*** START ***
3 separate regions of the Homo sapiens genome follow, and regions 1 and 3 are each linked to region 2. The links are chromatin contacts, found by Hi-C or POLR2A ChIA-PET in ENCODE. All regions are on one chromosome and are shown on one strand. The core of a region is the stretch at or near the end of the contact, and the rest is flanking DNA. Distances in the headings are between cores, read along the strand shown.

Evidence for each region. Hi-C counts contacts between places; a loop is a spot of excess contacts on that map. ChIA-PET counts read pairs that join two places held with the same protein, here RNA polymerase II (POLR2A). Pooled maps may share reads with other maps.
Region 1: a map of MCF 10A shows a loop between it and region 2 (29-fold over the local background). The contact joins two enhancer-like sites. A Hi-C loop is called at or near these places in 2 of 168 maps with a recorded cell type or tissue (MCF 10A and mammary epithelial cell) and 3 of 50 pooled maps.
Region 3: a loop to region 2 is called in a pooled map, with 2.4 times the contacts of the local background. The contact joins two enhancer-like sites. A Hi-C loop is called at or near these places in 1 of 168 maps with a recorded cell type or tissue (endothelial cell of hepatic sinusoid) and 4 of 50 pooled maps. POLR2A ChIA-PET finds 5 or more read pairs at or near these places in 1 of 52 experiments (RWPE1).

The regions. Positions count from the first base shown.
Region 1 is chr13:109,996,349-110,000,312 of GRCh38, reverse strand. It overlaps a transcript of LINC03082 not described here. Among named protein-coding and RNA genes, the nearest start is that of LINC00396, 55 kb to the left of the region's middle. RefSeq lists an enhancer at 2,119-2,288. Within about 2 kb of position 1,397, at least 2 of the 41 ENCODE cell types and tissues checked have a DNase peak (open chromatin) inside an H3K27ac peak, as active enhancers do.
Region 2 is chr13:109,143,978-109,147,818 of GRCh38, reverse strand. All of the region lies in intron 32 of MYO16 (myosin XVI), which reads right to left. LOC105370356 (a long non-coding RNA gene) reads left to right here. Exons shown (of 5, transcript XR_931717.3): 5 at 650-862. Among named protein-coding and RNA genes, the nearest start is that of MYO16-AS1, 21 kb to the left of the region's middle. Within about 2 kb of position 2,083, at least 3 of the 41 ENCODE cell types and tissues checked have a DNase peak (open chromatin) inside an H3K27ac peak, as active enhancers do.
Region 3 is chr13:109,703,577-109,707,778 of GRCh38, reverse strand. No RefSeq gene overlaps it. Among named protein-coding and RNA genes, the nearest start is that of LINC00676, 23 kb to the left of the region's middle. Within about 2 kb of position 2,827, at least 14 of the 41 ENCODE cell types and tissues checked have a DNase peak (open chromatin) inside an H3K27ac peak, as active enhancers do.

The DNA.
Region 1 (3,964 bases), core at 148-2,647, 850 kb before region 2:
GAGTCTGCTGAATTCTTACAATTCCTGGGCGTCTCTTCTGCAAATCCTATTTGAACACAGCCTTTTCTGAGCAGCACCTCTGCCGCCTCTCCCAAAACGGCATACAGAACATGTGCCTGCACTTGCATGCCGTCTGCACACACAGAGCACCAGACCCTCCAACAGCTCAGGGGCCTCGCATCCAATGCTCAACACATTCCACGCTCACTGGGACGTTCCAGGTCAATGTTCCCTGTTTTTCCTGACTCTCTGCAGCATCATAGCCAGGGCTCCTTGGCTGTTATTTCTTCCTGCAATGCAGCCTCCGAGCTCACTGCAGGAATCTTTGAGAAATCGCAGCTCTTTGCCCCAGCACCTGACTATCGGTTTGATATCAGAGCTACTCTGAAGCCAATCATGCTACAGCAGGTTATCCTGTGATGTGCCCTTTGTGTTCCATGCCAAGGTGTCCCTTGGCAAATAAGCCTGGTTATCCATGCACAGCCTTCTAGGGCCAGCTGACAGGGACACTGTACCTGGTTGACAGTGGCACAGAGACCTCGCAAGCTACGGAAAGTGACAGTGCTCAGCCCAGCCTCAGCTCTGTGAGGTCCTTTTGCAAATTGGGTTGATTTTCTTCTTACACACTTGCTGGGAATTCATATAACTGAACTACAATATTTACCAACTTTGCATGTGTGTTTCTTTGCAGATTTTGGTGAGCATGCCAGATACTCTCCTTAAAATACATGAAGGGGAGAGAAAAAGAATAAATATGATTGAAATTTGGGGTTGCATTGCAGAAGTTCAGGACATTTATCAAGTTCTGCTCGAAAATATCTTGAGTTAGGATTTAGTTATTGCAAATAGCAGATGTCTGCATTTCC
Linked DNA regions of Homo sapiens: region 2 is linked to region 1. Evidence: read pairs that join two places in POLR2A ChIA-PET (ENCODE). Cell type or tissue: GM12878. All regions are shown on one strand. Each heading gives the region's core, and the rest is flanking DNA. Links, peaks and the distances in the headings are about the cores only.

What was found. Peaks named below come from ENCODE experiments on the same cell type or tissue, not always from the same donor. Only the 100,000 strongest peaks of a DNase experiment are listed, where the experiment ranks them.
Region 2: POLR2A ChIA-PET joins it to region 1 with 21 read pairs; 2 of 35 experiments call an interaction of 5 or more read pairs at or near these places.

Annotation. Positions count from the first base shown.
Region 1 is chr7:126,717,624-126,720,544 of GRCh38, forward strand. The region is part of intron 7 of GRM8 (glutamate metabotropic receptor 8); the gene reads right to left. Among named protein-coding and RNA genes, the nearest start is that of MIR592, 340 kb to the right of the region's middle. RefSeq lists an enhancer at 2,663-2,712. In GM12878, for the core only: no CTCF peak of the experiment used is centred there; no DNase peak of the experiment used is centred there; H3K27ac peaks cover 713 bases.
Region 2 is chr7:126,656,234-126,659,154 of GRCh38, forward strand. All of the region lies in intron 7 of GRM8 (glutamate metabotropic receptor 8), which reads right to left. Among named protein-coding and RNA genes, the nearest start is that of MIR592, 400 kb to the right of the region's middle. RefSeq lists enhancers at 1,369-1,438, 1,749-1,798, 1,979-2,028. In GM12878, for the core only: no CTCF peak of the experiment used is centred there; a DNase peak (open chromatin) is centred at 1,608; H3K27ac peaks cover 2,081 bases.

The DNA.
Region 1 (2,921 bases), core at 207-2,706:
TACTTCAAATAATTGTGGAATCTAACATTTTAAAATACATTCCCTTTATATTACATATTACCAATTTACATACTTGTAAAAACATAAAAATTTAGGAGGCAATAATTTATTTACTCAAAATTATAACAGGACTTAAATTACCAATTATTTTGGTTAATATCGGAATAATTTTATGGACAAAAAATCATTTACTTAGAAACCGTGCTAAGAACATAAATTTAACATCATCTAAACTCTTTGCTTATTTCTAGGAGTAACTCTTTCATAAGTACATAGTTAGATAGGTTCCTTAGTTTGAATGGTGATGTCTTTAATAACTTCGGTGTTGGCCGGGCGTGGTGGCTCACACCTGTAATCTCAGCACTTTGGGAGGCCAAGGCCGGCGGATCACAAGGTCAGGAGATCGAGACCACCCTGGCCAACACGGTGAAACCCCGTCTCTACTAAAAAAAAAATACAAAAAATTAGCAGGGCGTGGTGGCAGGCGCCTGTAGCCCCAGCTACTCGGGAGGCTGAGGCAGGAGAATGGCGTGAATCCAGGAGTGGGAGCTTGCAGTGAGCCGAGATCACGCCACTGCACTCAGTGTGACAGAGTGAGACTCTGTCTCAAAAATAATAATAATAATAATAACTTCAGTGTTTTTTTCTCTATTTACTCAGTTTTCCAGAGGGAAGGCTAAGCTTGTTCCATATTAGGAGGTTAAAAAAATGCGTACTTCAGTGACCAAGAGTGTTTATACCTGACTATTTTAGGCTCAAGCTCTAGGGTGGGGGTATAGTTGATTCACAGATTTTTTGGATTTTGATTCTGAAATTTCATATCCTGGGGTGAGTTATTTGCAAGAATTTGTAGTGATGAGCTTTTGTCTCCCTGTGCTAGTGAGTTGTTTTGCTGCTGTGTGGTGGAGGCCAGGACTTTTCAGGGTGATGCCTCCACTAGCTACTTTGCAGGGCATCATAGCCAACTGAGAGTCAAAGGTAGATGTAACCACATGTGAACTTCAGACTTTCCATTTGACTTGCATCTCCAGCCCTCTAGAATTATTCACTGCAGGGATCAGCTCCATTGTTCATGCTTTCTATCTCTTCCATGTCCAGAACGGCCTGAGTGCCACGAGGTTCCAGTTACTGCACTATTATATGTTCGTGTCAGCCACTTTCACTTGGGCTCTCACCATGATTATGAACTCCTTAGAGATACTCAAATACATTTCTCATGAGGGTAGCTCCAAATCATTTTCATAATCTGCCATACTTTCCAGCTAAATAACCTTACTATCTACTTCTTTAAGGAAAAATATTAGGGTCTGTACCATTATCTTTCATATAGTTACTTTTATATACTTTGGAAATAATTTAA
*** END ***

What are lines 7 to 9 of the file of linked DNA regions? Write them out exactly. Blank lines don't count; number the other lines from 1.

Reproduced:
Region 2 is chr13:109,143,978-109,147,818 of GRCh38, reverse strand. All of the region lies in intron 32 of MYO16 (myosin XVI), which reads right to left. LOC105370356 (a long non-coding RNA gene) reads left to right here. Exons shown (of 5, transcript XR_931717.3): 5 at 650-862. Among named protein-coding and RNA genes, the nearest start is that of MYO16-AS1, 21 kb to the left of the region's middle. Within about 2 kb of position 2,083, at least 3 of the 41 ENCODE cell types and tissues checked have a DNase peak (open chromatin) inside an H3K27ac peak, as active enhancers do.
Region 3 is chr13:109,703,577-109,707,778 of GRCh38, reverse strand. No RefSeq gene overlaps it. Among named protein-coding and RNA genes, the nearest start is that of LINC00676, 23 kb to the left of the region's middle. Within about 2 kb of position 2,827, at least 14 of the 41 ENCODE cell types and tissues checked have a DNase peak (open chromatin) inside an H3K27ac peak, as active enhancers do.

The DNA.